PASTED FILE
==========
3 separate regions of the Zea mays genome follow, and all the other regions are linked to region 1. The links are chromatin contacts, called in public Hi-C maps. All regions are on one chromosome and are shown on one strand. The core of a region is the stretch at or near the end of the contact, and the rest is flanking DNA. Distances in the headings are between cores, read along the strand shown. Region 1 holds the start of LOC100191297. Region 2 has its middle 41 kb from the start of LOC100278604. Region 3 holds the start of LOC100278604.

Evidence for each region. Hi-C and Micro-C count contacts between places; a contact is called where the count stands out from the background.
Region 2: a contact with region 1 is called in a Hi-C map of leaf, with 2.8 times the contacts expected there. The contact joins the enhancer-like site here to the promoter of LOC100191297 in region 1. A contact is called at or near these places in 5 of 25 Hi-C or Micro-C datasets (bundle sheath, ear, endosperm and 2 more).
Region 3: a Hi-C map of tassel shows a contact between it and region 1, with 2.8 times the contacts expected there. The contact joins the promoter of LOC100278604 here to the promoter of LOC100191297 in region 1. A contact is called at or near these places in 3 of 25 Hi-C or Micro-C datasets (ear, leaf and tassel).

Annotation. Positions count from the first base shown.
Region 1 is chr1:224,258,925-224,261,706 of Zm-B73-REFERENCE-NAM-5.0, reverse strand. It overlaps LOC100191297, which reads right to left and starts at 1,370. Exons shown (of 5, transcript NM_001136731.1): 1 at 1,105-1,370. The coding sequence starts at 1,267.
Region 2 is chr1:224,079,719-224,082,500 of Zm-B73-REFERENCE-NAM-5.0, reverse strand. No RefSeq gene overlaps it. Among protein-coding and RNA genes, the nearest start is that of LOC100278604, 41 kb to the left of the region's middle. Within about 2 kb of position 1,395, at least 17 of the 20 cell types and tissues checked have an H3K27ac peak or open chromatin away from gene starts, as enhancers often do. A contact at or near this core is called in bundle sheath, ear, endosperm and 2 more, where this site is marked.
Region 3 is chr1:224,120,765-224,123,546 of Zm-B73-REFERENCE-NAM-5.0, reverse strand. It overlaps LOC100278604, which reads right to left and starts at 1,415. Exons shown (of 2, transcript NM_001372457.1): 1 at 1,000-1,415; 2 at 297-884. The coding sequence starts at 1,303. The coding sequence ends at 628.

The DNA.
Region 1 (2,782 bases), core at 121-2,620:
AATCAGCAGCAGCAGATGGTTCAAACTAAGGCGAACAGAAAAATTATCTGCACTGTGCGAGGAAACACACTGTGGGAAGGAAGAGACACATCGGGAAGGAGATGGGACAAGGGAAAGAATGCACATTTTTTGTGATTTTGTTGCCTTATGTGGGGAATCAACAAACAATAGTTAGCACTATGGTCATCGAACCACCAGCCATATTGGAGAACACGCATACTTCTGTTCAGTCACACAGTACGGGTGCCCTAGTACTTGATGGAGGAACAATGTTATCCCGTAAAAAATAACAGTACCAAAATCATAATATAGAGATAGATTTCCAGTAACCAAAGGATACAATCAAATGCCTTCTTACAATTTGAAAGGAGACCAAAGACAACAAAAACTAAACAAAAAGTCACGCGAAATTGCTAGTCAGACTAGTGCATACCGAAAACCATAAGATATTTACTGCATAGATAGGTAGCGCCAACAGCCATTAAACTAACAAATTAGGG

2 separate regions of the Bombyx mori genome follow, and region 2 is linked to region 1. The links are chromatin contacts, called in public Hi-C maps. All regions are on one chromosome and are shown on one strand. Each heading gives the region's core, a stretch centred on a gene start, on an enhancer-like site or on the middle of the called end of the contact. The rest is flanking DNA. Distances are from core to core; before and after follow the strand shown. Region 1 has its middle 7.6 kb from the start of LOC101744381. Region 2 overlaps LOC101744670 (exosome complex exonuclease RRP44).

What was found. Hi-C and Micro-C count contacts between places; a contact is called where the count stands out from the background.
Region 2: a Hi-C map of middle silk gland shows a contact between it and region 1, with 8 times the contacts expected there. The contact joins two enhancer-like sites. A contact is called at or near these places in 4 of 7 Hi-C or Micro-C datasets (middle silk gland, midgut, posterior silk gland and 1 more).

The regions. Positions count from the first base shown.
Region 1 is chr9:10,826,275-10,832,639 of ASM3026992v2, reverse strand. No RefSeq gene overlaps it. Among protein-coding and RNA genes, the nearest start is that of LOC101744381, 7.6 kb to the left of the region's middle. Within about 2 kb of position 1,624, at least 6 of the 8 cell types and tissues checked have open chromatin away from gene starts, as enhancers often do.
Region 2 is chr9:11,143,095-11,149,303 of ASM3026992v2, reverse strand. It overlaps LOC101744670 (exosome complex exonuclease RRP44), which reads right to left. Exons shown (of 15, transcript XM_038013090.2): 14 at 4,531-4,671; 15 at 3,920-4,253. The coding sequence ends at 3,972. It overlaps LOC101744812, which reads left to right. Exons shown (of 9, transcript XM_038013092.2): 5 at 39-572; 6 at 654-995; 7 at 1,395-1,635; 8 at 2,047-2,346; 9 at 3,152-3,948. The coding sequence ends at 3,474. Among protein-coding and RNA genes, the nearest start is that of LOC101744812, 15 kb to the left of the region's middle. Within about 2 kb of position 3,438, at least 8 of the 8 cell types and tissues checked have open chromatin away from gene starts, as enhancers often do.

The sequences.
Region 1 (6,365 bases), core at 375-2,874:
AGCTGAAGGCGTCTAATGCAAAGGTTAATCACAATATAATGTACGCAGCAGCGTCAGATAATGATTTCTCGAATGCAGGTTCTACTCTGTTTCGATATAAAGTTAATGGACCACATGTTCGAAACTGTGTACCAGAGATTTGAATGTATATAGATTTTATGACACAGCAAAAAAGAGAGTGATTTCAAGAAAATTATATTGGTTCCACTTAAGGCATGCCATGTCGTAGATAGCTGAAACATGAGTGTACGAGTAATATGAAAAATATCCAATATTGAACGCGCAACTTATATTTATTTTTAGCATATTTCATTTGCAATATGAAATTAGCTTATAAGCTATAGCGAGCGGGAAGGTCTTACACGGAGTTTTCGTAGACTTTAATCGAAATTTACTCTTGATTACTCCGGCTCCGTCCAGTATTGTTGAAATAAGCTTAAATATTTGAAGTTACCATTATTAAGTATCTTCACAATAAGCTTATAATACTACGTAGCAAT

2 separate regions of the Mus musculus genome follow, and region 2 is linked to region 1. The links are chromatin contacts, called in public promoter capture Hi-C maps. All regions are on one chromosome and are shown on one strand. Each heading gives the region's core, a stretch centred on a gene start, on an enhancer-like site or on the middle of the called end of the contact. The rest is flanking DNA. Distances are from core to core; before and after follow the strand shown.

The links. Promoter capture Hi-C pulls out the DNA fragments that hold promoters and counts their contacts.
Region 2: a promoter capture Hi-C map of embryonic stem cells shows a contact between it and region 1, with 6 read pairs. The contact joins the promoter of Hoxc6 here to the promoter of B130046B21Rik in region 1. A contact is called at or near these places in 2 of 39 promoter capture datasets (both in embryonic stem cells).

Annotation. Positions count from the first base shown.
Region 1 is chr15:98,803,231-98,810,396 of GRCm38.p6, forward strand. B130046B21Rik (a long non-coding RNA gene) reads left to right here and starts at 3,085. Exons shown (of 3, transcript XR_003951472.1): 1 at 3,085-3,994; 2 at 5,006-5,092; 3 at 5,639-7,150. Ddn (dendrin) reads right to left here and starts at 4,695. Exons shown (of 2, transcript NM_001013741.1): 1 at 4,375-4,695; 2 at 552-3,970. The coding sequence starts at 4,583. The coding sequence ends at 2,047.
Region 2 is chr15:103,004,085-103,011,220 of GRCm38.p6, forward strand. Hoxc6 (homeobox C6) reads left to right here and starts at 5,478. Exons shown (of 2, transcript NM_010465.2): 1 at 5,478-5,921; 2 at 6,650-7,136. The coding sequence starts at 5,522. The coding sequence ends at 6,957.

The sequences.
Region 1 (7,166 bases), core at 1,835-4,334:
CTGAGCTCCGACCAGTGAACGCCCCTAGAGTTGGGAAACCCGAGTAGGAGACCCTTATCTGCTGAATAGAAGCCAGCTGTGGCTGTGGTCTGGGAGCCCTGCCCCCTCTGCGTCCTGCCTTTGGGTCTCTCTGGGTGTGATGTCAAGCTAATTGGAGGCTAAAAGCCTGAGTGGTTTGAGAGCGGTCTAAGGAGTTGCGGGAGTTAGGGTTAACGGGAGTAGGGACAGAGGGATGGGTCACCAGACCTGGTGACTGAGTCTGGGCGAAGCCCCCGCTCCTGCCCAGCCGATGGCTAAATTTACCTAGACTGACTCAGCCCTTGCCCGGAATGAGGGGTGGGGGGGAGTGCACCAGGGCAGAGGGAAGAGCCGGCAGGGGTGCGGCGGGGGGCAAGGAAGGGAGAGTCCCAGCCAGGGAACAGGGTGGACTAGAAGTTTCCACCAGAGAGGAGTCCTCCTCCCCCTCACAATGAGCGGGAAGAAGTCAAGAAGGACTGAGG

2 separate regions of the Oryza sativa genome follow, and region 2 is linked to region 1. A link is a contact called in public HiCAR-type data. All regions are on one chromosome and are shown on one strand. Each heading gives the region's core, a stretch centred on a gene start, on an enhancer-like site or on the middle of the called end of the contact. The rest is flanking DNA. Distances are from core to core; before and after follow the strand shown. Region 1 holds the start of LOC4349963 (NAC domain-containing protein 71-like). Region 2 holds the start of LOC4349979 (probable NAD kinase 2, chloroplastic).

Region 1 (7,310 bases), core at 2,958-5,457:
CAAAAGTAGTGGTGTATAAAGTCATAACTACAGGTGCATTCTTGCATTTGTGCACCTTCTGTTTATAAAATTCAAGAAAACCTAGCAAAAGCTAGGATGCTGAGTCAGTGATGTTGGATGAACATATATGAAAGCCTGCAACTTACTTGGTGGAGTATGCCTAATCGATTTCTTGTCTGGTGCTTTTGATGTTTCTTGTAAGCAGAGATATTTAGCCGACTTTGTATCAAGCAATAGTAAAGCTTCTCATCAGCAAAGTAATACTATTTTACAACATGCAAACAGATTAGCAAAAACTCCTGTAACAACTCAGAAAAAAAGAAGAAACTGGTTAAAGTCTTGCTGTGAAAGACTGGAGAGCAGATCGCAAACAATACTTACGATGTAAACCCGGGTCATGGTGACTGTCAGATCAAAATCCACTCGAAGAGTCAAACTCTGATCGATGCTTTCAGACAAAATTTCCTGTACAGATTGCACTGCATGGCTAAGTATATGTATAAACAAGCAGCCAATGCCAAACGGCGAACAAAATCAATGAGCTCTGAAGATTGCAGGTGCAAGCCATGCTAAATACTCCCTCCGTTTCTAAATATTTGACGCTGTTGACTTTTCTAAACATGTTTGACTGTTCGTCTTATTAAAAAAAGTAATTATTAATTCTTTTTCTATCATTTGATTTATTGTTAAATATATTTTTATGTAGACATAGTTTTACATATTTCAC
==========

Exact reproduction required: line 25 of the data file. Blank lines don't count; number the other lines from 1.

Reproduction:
Region 1 is chr15:98,803,231-98,810,396 of GRCm38.p6, forward strand. B130046B21Rik (a long non-coding RNA gene) reads left to right here and starts at 3,085. Exons shown (of 3, transcript XR_003951472.1): 1 at 3,085-3,994; 2 at 5,006-5,092; 3 at 5,639-7,150. Ddn (dendrin) reads right to left here and starts at 4,695. Exons shown (of 2, transcript NM_001013741.1): 1 at 4,375-4,695; 2 at 552-3,970. The coding sequence starts at 4,583. The coding sequence ends at 2,047.